Hurricane Irene will cost taxpayers about $1.5 billion in federal disaster relief, the White House said, creating new budget headaches for Congress and adding to the deficit for fiscal year 2012, which begins Oct. 1.
White House budget director Jack Lew said in a blog posting yesterday that the $1.5 billion is on top of the estimated $5.2 billion in other needs to cover earlier disasters, including flooding in Tennessee and tornadoes in Missouri and Alabama.
President Barack Obama, visiting areas hit by Hurricane Irene, told residents of northern New Jersey on Sept. 4 that the federal government would provide “all the resources” necessary to help them recover.
“I want to make very clear that we are going to meet our federal obligations,” Obama said in flood-ravaged Paterson, New Jersey, with the state’s governor, Republican Chris Christie, at his side.
Irene made landfall on Aug. 27 in North Carolina and swept up the East Coast and into New England. The storm and related flooding killed dozens of people, damaged roads and buildings and cut power to millions.
Obama has signed emergency declarations for Pennsylvania, Connecticut, Delaware, Massachusetts, Maryland, New Hampshire, New Jersey, New York, North Carolina, Rhode Island, Vermont, Virginia and the District of Columbia.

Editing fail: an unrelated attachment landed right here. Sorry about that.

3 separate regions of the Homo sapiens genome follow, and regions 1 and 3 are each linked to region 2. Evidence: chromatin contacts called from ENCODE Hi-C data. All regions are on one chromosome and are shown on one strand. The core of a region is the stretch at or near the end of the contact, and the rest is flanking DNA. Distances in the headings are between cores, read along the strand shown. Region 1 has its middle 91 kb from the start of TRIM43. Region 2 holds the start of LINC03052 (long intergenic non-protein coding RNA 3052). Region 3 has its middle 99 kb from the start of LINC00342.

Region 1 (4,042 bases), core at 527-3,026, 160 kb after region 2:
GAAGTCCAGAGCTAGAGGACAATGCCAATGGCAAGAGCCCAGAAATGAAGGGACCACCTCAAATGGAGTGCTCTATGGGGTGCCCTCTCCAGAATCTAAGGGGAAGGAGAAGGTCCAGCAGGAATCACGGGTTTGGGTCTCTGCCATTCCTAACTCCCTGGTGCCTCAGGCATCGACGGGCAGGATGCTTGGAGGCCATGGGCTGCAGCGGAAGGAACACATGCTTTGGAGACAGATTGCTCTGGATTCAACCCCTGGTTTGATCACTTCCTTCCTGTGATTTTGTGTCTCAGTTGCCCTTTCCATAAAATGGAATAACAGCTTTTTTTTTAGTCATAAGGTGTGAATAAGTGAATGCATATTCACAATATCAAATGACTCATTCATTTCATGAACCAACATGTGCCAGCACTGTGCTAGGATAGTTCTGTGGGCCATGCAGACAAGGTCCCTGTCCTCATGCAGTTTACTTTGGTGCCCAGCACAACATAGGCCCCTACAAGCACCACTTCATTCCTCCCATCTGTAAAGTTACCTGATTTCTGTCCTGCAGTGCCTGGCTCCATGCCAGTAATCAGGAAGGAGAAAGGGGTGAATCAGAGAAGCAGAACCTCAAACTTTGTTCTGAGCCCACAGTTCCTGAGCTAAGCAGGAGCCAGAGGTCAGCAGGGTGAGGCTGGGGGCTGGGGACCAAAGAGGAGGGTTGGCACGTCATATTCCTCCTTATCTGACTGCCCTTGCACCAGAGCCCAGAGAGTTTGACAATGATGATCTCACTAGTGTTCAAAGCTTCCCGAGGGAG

In a Sept. 1 letter to the Democratic and Republican leaders of the U.S. Senate and House Appropriations and Budget committees, Lew said that Congress has flexibility to deal with disaster spending under the debt-ceiling measure enacted last month. He said lawmakers allowed for discretionary spending to be raised by “no more than the average funding” of disaster relief over the last decade, and that an increase didn’t require lawmakers to offset spending elsewhere.
The average funding of disasters over the last 10 years, he said, was $11.5 billion, discarding the highest and lowest years.
House Majority Leader Eric Cantor, a Virginia Republican, said on Aug. 31 that budget cuts should help cover the cost of cleaning up after Hurricane Irene and other disasters.
Both Republicans and Democrats have said that more funding is needed to help communities rebuild. The Federal Emergency Management Agency, its accounts almost drained, redirected money in a $792 million disaster fund to states hit by Irene.
A Senate Appropriations subcommittee is scheduled to meet today to consider legislation that includes disaster aid.
Work With Congress
Lew said the Obama administration will work with lawmakers “to fund both the $5.2 billion needed for non-Hurricane Irene known disaster needs and the roughly $1.5 billion that we now estimate is needed for Irene through FY 2012.”
“We are one country,” Lew wrote in the blog post. “A disaster in one corner is felt by Americans all across our land. That is why when it comes to taking care of our neighbors in need, we will not let politics get in the way and will do what is right to help them recover and rebuild.”
According to the Office of Management and Budget’s Sept. 1 report to lawmakers, Congress has appropriated $131 billion for disaster relief in the last decade. The highest annual spending was $37.2 billion in the 2005 fiscal year, when Hurricane Katrina struck New Orleans. The lowest was $1.9 billion in 2003.